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There's more to a college football recruiting class than just National Signing Day

Fans are misguided in placing so much emphasis on which recruits commit on Signing Day and ignoring players already in the class.

Steve Dykes-USA TODAY Sports

"Touchdown, Florida State! And because NCAA rules state that players who commit on National Signing Day are given an extra two points per touchdown, that score by Johnny Recruit is worth eight points," said no announcer ever.

But from judging how fans approach National Signing Day, you wonder if some feel that way. All of the major fanbases seem to be hyper-focused solely on who they might land as National Signing Day approaches.

And from a news perspective, this makes sense. Most major recruiting fans already know the current members of their class and want to know who else they can get.

From an evaluation perspective, however, placing disproportionate weight on the impact of National Signing Day makes no sense. There's a reason I plan to run separate "best classes" and "who won National Signing Day" articles on SB Nation Thursday -- the two are not the same. To get the true judgment of the class, one needs to look at the entire class, not just what was added to the class on National Signing Day.

For Florida State, that analysis begins with noting that the Seminoles enrolled eight players early, a major benefit to them as they begin their careers. That includes five four- or five-stars. It's the best group of early enrollees Florida State has ever had. Getting those players to enroll early is a major bonus, and early enrollees are actually more valuable due to the extra work they can get in and the certainty they provide a team.

Florida State is set to sign a class that will likely finish anywhere from No. 2 to No. 5, with one of the highest per-recruit ratings in the country. It is following the National Championship blueprint of signing more four- and five-stars than lesser rated recruits.

But the new car smell of those stars already in the class has worn off a bit to fans of recruiting.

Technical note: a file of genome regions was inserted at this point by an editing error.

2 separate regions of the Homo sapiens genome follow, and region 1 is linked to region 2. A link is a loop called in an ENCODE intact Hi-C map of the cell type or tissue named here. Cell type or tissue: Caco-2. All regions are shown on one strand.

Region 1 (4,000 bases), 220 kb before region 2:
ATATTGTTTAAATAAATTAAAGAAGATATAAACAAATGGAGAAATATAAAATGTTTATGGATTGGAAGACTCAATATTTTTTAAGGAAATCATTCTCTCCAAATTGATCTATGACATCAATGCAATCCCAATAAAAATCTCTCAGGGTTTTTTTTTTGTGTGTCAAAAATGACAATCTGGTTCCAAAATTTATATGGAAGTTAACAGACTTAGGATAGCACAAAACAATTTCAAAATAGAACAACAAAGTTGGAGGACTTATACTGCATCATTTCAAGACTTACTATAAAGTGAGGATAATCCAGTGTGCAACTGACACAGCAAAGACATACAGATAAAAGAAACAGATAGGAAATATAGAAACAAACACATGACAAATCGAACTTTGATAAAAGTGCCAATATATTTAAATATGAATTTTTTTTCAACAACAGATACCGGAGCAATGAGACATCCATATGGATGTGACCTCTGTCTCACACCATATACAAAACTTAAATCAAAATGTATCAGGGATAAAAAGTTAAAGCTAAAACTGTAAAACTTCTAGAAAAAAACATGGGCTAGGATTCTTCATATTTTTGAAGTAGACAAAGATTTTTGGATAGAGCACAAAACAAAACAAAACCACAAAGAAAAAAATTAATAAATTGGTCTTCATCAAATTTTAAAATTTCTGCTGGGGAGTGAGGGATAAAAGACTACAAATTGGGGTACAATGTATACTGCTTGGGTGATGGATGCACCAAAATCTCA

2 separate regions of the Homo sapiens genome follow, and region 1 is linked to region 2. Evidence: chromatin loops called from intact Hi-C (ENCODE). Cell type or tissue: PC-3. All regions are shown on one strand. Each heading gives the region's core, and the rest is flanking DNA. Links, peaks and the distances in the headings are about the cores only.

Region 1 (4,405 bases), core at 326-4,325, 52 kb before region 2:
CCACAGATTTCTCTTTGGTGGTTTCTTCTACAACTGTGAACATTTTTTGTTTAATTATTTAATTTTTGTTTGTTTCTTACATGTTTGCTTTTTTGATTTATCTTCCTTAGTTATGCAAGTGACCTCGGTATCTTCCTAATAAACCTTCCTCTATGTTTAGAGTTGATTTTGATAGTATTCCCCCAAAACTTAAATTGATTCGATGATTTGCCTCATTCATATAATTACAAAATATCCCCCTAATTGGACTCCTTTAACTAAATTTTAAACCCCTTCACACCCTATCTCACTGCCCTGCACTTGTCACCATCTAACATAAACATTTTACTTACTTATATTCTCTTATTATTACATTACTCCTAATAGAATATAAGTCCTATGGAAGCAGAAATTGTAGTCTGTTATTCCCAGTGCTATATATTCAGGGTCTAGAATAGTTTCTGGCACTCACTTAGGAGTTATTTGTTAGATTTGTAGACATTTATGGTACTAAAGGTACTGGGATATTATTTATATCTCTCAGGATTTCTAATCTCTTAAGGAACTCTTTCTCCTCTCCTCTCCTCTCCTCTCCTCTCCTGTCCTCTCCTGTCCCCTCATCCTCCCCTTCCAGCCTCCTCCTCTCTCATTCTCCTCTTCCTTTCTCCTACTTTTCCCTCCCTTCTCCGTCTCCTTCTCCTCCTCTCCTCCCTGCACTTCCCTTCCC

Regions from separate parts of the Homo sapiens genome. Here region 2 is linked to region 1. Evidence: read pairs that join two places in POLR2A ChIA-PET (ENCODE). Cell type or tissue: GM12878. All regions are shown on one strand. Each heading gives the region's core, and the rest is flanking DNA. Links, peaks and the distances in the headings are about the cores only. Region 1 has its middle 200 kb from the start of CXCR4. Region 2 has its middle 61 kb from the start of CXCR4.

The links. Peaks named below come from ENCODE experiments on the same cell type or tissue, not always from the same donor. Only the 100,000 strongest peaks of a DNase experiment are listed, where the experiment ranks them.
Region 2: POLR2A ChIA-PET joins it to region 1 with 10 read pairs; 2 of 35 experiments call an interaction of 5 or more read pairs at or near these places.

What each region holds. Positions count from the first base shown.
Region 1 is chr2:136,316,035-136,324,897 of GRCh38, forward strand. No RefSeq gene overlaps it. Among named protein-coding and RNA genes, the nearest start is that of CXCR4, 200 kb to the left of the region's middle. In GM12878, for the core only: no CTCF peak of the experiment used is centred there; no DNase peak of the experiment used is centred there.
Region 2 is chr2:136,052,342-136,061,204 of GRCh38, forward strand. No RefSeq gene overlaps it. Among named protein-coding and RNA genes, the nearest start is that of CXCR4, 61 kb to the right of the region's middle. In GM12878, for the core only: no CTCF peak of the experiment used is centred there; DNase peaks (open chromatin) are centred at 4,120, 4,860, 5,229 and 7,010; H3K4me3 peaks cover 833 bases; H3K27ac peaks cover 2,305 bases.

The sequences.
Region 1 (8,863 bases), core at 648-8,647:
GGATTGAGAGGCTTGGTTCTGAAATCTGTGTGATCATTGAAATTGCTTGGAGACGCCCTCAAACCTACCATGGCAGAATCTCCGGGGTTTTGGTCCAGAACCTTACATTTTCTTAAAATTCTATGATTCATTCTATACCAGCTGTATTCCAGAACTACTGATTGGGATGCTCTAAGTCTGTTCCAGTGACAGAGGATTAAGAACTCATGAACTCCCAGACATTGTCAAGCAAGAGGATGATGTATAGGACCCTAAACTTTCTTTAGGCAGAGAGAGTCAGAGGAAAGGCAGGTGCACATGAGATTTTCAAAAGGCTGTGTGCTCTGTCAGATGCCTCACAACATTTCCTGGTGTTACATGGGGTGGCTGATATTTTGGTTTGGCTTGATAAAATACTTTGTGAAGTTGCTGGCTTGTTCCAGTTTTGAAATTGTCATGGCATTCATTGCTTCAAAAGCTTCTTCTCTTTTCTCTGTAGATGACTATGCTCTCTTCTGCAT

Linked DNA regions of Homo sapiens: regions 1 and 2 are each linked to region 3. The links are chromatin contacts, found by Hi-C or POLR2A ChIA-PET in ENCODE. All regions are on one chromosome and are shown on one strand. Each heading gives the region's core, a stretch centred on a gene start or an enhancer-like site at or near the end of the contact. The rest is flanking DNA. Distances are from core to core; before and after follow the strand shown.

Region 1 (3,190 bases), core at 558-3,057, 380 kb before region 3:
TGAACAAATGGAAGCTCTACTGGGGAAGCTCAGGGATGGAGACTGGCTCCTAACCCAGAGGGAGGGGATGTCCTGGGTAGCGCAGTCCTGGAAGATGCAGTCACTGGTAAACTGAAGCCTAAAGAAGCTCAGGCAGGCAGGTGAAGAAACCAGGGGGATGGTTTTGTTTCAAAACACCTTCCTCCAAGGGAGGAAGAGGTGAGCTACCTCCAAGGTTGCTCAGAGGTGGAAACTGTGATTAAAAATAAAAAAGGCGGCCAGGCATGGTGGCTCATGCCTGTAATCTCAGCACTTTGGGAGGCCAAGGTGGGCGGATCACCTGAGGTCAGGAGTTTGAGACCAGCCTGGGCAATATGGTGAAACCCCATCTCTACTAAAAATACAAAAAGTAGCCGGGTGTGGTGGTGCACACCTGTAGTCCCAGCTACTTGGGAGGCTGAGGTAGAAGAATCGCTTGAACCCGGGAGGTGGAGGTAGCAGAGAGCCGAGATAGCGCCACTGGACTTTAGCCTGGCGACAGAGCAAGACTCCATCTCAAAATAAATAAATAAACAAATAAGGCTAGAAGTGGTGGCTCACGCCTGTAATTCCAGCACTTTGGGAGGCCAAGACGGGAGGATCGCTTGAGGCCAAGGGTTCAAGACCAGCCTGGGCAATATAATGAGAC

In part, this is media driven. Leading up to National Signing Day, only so many articles can be published on recruits already in the class. Every media outlet covering recruiting focuses on the prospects remaining on the board. Some overestimate a school's chances with certain prospects, which only heightens the level of hype, and subsequent disappointment if a school fails to land the prospect.

Florida State fans would likely feel much better going into National Signing Day if prospects like Josh Sweat, Jacques Patrick, Derwin James and George Campbell were still on the board and leaning to Florida State. What an exciting close that would be. But they're not on the board. They're in class, in the weight room and on the practice field. Sweat, who likely would have been the No. 1 overall recruit had he not blown out his knee is rehabbing and training. James and Campbell are going against guys like Travis Rudolph and Jalen Ramsey in practice. Recency bias does not win games.

When a team wraps up its top reasonable and likely targets early, what is left going into National Signing Day is largely longer-shots and backup plans. There is value in closing it out strongly, and that can make a very good class or a great class into an all-time class, but be mindful that the success rate on the major longer-shots won't be all that high.